Significant amendments to the investment control regime rules in the Norwegian Security Act

Norway has been known to welcome foreign investment. The recent changes in the geopolitical situation, including the Russian invasion in Ukraine, have raised new threats to national security interests. On 31 March 2023, Norwegian Ministry of Justice and Public Security proposed amendments to the foreign investment control rules in the Norwegian Security Act, which were adopted by the Norwegian Parliament on 20 June 2023

The Bergen Engines AS case in 2021 illustrated how demanding it can be to get a picture of the risks in a complex value chain with businesses across sectors and national borders. The case concerned the sale of an engine manufacturing company (manufacturing engines to inter alia Norwegian and US marine vessels), to a Swiss company partly owned by a company with ties to the Russian Government. Bergen Engines also owned a large property strategically located at the entrance to Bergen. The Norwegian Government decided to block the transaction stating inter alia that the sale could lead to transfer of important technology to Russia. Together with the increasing geopolitical tension and the war in Ukraine the case triggered the need for an upgrade of the Security Act.      

The amendments will increase the government’s ability to reveal security threatening transactions and economic activity and thus strengthen the ability to protect Norwegian and allied security interests.  

Some of the amendments entered into force 1 July 2023, inter alia:

  • Expanded competence for the authorities to decide that the Security Act shall apply to more businesses than previously comprised. This implies that businesses that control information, information systems, objects, or infrastructure, or conducts other activities which are of decisive importance for national security interests without being directly linked to basic national functions, may be subject to the act.
  • The threshold for subjecting businesses to the provisions on ownership control in chapter 10 is lowered so that more businesses in the future will be subject to chapter 10 even if they are not subject to other parts of the act.
  • Businesses are required to identify properties which, due to their location, may facilitate safety-threatening activities against object and infrastructure that need protection. If it is not possible to maintain a sufficient level of security for such properties, the security authorities shall be notified and the authorities shall keep track of the properties.
  • Certain definitions are expanded, such as the definition of information systems, objects, and infrastructure worthy of protection. This will have consequences for how such values worth protection are classified and for the businesses assessment and the implementation of security measures to maintain a proper security level.

The main amendments to the investment control regime that will enter into force in 2024 are:

  • Threshold for notification based on ownership interest: The threshold for notification to the authorities of an acquisition of a direct or indirect ownership interest in a business, company, or property subject to the act, will be lowered from 1/3 to 10 %. The authorities’ period of 60 working days from receiving the notification to inform whether the transaction has been approved or referred to the Government for further consideration was not changed.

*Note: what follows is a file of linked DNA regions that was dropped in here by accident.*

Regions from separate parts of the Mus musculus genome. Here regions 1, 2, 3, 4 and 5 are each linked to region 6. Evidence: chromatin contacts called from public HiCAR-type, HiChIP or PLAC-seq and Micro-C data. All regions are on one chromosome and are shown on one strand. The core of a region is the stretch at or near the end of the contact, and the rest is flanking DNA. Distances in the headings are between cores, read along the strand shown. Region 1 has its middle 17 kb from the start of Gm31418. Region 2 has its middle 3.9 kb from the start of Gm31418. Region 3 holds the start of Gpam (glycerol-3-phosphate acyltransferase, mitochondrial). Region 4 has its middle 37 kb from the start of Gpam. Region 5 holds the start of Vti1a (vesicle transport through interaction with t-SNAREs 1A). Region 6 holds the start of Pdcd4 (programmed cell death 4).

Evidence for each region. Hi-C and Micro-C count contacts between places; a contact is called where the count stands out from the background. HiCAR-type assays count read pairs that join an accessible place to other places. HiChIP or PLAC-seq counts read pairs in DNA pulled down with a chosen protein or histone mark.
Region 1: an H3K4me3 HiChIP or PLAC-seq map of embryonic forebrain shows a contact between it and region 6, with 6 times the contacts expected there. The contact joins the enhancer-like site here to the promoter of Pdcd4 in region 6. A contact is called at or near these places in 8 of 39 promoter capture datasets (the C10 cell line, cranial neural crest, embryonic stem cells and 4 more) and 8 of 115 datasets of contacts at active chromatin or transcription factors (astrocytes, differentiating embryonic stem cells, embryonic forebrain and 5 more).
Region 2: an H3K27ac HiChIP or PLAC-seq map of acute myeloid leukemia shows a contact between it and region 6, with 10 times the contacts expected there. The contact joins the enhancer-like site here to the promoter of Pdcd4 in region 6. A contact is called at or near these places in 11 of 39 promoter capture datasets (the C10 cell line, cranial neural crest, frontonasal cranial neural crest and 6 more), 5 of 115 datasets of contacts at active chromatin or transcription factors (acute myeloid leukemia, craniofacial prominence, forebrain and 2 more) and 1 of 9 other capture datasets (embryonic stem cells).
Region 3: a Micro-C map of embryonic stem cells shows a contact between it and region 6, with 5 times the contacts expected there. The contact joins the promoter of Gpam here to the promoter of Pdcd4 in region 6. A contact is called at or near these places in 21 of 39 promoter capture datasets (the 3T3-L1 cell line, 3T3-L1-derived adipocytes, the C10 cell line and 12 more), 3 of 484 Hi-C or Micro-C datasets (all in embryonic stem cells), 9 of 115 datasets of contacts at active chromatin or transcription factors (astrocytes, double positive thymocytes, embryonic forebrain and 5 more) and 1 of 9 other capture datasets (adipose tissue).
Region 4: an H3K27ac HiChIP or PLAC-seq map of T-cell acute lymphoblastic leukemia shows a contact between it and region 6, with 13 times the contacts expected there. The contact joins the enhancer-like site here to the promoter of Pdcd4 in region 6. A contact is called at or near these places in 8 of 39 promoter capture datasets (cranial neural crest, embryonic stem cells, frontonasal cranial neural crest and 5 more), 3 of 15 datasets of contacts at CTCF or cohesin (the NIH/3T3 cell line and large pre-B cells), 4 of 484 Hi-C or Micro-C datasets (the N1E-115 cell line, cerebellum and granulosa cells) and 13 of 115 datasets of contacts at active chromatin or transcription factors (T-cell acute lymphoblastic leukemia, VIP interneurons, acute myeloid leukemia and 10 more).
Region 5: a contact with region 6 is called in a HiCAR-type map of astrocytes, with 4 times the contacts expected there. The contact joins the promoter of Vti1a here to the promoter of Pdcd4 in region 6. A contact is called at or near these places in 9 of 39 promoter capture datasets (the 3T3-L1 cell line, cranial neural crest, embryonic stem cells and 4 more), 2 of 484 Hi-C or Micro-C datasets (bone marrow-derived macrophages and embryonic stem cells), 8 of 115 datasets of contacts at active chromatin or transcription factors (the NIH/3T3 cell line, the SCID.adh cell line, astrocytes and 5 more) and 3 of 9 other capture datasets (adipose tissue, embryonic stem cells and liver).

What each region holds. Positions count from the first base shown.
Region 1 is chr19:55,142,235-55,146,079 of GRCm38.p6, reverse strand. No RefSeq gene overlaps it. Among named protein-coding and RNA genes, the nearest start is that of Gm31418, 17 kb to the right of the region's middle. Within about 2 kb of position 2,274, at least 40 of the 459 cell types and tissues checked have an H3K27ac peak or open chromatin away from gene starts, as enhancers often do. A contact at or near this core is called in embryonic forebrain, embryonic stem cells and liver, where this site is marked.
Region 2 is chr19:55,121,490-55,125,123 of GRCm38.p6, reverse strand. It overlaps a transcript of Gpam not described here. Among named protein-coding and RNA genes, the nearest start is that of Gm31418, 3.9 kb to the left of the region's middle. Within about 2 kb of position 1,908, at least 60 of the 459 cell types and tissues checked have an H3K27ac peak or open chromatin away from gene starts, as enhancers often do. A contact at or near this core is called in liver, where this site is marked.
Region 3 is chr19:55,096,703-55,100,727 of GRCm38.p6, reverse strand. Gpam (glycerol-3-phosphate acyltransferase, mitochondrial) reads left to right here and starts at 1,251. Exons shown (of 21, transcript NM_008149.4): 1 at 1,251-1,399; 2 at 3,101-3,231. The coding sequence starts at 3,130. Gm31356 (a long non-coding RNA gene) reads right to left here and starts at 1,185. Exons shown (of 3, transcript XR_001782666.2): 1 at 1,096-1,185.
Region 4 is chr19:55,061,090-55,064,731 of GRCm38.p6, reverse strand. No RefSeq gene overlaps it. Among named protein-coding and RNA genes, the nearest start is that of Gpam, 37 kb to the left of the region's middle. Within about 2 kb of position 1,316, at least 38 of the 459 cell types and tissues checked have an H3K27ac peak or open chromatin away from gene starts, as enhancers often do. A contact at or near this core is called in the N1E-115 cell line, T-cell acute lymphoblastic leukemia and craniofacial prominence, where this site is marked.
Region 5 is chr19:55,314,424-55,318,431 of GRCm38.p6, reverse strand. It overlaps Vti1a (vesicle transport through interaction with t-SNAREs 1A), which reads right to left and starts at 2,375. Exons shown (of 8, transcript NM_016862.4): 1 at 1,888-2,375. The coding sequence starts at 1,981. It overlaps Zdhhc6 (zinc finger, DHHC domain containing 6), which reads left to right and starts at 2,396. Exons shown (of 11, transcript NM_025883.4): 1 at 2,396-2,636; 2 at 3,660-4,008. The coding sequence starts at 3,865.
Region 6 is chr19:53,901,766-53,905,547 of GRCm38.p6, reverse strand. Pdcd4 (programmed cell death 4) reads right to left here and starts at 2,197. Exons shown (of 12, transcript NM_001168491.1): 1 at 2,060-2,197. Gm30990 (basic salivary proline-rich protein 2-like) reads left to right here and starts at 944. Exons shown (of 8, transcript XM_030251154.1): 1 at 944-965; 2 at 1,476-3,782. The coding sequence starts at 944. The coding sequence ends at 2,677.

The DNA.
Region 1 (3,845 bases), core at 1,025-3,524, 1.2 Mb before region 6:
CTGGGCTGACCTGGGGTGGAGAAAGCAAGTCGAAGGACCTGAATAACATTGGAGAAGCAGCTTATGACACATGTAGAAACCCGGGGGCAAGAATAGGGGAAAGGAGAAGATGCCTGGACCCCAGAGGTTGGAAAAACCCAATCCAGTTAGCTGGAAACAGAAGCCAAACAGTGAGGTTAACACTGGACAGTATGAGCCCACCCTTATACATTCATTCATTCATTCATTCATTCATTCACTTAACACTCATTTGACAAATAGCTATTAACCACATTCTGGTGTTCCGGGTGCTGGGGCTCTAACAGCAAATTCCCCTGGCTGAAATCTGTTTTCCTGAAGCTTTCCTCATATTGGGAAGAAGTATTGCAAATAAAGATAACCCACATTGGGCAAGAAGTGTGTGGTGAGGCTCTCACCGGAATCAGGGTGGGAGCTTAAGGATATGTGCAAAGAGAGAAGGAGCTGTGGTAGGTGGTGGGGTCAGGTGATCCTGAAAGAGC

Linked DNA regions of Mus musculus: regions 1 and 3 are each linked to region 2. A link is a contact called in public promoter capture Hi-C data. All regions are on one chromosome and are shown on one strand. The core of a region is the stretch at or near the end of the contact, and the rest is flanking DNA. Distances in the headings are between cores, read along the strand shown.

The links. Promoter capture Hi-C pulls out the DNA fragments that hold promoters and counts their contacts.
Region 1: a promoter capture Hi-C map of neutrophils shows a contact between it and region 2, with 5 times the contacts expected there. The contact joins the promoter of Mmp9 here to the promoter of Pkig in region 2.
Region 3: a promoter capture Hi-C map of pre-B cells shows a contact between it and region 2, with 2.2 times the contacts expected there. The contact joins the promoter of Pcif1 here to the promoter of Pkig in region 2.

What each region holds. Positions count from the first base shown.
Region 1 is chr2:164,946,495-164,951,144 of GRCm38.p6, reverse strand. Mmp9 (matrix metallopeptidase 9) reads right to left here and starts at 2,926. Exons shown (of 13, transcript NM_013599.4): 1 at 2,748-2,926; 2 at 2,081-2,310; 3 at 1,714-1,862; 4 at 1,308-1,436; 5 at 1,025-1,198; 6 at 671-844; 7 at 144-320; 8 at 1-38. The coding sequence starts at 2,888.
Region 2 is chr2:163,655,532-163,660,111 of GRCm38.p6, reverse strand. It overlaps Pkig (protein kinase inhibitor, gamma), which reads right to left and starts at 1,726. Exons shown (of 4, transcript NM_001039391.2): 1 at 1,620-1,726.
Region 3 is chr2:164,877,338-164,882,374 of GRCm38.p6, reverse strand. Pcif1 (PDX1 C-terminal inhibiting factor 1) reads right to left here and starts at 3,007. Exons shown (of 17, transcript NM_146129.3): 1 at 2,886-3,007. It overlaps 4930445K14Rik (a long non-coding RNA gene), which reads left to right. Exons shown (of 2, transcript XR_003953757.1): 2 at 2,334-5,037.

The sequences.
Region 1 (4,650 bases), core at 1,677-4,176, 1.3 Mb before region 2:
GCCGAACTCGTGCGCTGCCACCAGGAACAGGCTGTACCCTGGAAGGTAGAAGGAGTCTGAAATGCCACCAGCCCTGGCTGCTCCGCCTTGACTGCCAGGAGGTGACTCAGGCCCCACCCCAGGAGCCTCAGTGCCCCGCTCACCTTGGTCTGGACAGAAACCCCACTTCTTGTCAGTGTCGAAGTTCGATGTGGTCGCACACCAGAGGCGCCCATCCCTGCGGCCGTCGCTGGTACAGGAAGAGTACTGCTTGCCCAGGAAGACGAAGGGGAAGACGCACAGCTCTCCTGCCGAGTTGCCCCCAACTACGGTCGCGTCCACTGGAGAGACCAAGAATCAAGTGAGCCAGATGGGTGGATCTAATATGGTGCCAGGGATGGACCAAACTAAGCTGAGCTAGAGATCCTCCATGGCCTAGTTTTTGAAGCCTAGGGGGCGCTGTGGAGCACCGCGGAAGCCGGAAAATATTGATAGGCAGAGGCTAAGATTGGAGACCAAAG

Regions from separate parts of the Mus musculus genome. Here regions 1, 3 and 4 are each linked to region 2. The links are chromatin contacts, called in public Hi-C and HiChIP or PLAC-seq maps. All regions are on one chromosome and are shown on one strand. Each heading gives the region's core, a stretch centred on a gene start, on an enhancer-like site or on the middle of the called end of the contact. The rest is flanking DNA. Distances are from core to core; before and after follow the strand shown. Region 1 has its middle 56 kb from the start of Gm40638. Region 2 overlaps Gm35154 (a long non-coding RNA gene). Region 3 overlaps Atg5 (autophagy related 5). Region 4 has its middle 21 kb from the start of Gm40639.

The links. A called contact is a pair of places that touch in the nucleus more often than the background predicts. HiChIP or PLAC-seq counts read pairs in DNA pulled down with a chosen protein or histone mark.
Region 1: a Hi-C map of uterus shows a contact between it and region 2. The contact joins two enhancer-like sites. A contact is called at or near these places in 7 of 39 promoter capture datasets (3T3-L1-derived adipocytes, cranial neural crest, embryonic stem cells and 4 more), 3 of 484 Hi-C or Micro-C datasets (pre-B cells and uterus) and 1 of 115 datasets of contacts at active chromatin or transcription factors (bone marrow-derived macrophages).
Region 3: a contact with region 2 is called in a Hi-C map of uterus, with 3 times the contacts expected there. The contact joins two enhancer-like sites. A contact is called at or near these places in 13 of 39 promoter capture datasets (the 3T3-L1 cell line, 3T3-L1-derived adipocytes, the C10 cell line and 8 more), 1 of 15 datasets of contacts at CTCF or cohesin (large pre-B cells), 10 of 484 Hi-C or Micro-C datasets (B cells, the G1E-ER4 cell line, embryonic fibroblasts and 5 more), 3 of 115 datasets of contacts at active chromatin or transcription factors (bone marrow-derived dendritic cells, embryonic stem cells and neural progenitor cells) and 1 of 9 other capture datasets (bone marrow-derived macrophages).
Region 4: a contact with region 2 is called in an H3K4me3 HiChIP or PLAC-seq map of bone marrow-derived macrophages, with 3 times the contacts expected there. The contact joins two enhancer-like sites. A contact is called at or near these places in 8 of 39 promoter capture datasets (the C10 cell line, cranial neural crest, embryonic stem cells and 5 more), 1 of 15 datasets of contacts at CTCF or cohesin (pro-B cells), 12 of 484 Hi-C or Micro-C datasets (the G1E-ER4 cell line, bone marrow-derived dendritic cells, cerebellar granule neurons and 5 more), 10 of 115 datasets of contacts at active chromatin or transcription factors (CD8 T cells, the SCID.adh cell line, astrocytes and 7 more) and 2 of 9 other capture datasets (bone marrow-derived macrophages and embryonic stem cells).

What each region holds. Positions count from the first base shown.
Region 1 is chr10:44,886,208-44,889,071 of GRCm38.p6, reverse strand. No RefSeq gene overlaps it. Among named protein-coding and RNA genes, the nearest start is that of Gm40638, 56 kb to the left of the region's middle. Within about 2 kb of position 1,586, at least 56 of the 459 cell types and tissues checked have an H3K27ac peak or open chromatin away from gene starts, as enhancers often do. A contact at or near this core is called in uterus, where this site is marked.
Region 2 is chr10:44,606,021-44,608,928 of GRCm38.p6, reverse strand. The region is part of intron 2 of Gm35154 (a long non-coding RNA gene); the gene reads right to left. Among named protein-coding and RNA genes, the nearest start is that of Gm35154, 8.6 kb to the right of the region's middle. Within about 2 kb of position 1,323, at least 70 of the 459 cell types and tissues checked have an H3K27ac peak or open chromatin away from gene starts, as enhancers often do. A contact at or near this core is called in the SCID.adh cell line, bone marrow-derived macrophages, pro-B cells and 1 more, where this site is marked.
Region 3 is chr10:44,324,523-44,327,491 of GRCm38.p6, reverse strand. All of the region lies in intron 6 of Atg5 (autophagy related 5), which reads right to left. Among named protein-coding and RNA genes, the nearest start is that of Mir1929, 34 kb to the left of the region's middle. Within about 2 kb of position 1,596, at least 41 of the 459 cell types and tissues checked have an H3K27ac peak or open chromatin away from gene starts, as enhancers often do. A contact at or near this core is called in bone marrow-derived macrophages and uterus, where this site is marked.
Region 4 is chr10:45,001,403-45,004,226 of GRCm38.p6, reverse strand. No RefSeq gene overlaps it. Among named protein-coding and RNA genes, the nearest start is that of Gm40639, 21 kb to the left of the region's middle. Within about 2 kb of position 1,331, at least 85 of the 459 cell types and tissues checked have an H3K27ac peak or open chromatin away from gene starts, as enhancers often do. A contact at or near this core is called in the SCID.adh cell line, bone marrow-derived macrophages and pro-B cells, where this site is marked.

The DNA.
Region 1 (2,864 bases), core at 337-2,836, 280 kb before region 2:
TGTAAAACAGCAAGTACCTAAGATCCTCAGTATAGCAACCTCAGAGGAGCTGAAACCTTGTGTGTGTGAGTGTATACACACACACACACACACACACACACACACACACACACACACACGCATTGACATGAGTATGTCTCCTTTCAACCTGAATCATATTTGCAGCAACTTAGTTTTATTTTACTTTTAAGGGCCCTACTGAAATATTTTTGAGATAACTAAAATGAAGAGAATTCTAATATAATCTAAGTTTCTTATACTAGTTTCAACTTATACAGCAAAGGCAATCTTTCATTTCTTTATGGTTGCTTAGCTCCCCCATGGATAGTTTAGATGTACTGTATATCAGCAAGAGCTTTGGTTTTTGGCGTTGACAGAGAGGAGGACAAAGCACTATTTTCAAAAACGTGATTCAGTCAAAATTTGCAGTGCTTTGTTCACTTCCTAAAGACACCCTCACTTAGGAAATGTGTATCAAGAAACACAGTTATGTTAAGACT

• Notification based on other than ownership interest: The obligation to notify the authorities will also apply if the acquirer achieves significant influence over the management of a business, company, or property subject to the act other than through ownership. This alternative will likely be clarified in more detail in regulations issued pursuant to the act.     
  •  Repeated notification: The act clarifies a repeated obligation to notify acquisitions of at least 20%, 1/3, 50%, 2/3 and 90%.      
  • Close associates to the acquirer: Ownership interest or other influence instruments belonging to close associates, as defined in the Securities Trading Act section 2-5, of the acquirer will be counted together with the acquirer’s.
  • Standstill obligation: There will be an automatic implementation ban on the transaction during the period in which the authorities consider the case.
  • Subjects to the rules: The obligation to notify the authorities will no longer only apply on the acquirer, but also on the seller and the business or property subject to the acquisition. For the seller and the business, the duty to notify applies only in relation to a direct acquisition, i.e. where they will be able to identify a notification obligation.
  • Restriction on information sharing: For acquisitions subject to notification, information that may be used for security threatening activities cannot be shared without consent from the authorities until the transaction is cleared.
  • Businesses with supplier clearance according to section 9-3: Such businesses will be subject to the notification obligation and the standstill obligation, implying that the transaction can be stopped and not only result in a withdrawal of the supplier clearance.
  • Fines and penalty: The authorities may impose fines for violation of the notification obligation and the implementation ban. Violation of decisions according to section 2-5 (decisions by the Government) and section 10-3 (decision to stop an acquisition) may be sanctioned with imprisonment or fines as a criminal offence.

The amendments above are said to enter into force when the ministry has updated the regulations pursuant to the act, which is likely to happen in the first half of 2024.  Against the backdrop of the geopolitical situation, it is assumed that the authorities will have substantial attention on the investment control regime.